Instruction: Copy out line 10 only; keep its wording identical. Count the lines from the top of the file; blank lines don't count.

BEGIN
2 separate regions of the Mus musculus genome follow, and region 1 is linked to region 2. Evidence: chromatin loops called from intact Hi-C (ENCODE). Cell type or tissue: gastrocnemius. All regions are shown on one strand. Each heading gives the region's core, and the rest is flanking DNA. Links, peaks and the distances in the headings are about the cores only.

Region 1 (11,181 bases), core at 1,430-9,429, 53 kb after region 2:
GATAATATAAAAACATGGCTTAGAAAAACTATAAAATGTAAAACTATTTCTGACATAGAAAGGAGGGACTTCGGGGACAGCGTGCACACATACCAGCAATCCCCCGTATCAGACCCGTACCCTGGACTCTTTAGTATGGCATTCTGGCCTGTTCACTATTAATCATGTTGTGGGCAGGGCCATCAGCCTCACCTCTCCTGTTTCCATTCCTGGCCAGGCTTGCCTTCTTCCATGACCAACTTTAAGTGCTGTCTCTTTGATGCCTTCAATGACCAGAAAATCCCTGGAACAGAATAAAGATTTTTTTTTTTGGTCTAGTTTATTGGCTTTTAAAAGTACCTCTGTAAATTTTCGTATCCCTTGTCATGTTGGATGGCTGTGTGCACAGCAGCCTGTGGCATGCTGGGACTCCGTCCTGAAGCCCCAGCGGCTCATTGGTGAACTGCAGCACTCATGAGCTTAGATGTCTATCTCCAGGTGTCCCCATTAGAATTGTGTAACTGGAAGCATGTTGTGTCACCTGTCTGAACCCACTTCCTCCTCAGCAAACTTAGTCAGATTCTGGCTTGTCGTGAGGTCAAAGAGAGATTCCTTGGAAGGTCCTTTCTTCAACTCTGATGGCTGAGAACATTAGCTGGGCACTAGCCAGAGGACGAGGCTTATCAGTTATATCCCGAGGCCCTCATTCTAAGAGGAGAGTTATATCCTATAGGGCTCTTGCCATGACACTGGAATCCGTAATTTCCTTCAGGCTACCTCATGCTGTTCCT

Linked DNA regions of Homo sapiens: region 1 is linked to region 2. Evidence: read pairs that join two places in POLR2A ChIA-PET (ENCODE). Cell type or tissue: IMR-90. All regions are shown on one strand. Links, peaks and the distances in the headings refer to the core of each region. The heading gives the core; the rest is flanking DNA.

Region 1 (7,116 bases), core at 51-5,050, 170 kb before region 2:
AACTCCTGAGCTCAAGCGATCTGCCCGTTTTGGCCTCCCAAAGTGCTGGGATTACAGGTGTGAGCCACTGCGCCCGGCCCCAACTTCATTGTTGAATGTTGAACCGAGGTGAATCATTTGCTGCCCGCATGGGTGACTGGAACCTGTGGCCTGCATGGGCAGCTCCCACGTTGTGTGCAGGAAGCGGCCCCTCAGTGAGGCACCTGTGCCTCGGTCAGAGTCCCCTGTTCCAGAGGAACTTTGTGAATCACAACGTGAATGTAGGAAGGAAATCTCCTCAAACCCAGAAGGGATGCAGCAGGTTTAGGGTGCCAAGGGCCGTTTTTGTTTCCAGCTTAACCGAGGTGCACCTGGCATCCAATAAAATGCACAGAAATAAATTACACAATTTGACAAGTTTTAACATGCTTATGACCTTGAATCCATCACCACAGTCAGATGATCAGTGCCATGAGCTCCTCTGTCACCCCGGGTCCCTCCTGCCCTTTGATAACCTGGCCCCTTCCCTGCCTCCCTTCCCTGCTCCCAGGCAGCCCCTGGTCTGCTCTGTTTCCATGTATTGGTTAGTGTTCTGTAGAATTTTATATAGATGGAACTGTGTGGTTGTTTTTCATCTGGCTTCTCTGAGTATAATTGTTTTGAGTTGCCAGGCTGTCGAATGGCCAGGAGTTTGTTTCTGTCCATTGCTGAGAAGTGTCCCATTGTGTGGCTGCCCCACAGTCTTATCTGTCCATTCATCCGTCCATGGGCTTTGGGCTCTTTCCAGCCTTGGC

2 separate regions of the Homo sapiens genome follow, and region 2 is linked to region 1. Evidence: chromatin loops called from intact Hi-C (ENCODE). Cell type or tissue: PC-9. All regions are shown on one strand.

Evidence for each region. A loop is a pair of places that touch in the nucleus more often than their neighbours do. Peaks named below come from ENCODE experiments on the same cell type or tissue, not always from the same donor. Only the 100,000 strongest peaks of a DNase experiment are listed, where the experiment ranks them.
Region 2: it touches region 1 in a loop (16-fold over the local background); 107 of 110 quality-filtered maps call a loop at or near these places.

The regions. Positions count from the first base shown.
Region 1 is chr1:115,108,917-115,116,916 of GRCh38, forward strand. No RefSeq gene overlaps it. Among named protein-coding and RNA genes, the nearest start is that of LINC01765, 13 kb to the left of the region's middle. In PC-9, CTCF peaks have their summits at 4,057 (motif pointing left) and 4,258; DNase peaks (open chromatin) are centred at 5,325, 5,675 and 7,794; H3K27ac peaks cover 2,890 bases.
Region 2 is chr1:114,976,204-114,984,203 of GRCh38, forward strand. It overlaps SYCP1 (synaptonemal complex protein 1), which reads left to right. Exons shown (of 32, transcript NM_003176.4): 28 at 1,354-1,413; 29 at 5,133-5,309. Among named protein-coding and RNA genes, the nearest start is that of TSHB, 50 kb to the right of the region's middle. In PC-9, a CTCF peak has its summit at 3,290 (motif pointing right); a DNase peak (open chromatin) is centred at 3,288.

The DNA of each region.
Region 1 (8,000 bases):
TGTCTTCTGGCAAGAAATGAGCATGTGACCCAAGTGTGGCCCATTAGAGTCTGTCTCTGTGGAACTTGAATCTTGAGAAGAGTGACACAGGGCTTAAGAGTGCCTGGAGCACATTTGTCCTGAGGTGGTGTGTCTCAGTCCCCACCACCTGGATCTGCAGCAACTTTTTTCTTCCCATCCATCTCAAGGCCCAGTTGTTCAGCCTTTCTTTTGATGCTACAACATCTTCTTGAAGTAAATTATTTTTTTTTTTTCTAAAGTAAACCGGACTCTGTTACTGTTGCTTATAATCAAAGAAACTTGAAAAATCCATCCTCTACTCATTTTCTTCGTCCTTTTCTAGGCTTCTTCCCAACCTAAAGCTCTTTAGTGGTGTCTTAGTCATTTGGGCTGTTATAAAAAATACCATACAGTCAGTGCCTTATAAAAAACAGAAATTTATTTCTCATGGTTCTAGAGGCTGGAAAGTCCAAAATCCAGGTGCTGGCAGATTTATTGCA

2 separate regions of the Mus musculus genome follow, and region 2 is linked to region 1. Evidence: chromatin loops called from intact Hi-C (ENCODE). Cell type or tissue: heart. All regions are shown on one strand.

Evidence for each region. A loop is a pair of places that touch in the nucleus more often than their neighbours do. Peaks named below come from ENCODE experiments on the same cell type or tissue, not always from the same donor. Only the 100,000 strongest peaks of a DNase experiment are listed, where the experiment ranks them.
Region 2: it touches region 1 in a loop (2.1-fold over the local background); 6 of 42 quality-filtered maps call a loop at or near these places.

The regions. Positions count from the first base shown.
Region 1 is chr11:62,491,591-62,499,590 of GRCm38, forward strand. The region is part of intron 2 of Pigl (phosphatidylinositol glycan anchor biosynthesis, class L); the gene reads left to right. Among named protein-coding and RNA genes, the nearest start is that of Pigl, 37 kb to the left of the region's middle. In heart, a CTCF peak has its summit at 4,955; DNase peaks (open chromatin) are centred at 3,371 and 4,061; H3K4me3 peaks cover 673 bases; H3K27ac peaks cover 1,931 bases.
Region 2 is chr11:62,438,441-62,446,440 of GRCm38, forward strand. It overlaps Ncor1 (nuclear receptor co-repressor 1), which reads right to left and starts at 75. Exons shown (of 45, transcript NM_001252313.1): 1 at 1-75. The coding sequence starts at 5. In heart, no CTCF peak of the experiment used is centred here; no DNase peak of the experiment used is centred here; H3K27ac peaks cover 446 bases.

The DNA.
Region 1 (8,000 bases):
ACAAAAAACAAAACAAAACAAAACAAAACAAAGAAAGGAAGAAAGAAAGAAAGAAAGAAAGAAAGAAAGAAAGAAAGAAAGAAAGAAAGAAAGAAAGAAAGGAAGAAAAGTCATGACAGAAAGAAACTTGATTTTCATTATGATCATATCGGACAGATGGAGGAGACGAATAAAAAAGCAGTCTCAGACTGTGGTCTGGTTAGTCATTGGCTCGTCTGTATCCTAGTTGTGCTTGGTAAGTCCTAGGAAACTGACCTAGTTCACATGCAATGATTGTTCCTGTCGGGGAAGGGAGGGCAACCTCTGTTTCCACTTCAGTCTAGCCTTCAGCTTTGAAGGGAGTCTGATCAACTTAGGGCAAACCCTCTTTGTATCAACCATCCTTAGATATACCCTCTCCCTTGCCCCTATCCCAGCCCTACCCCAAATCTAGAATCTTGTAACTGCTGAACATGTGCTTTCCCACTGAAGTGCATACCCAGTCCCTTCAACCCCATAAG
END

The regions. Positions count from the first base shown.